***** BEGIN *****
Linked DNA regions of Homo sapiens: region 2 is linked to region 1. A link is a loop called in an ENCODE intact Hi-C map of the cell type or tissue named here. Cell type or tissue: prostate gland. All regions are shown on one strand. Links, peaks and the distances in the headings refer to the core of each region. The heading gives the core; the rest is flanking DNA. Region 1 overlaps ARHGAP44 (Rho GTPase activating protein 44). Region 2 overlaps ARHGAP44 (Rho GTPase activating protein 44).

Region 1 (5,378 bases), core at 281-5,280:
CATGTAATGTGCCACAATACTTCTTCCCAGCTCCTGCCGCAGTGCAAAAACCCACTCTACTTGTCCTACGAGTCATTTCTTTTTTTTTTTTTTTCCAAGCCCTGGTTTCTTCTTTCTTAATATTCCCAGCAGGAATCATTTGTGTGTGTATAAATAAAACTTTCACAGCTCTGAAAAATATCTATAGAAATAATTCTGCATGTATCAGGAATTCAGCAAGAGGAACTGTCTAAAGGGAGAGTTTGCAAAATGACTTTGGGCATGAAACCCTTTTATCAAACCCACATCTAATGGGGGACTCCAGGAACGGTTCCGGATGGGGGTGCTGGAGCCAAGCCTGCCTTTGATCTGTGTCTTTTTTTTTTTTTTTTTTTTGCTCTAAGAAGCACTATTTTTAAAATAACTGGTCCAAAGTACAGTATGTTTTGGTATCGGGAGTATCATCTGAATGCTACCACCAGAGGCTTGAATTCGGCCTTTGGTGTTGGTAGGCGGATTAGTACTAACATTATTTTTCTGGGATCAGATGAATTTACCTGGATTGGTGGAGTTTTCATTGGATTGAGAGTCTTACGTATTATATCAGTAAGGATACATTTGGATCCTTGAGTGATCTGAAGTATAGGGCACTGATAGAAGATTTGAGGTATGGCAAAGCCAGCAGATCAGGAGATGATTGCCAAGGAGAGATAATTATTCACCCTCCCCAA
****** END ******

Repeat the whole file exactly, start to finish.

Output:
Linked DNA regions of Homo sapiens: region 2 is linked to region 1. A link is a loop called in an ENCODE intact Hi-C map of the cell type or tissue named here. Cell type or tissue: prostate gland. All regions are shown on one strand. Links, peaks and the distances in the headings refer to the core of each region. The heading gives the core; the rest is flanking DNA. Region 1 overlaps ARHGAP44 (Rho GTPase activating protein 44). Region 2 overlaps ARHGAP44 (Rho GTPase activating protein 44).

Region 1 (5,378 bases), core at 281-5,280:
CATGTAATGTGCCACAATACTTCTTCCCAGCTCCTGCCGCAGTGCAAAAACCCACTCTACTTGTCCTACGAGTCATTTCTTTTTTTTTTTTTTTCCAAGCCCTGGTTTCTTCTTTCTTAATATTCCCAGCAGGAATCATTTGTGTGTGTATAAATAAAACTTTCACAGCTCTGAAAAATATCTATAGAAATAATTCTGCATGTATCAGGAATTCAGCAAGAGGAACTGTCTAAAGGGAGAGTTTGCAAAATGACTTTGGGCATGAAACCCTTTTATCAAACCCACATCTAATGGGGGACTCCAGGAACGGTTCCGGATGGGGGTGCTGGAGCCAAGCCTGCCTTTGATCTGTGTCTTTTTTTTTTTTTTTTTTTTGCTCTAAGAAGCACTATTTTTAAAATAACTGGTCCAAAGTACAGTATGTTTTGGTATCGGGAGTATCATCTGAATGCTACCACCAGAGGCTTGAATTCGGCCTTTGGTGTTGGTAGGCGGATTAGTACTAACATTATTTTTCTGGGATCAGATGAATTTACCTGGATTGGTGGAGTTTTCATTGGATTGAGAGTCTTACGTATTATATCAGTAAGGATACATTTGGATCCTTGAGTGATCTGAAGTATAGGGCACTGATAGAAGATTTGAGGTATGGCAAAGCCAGCAGATCAGGAGATGATTGCCAAGGAGAGATAATTATTCACCCTCCCCAA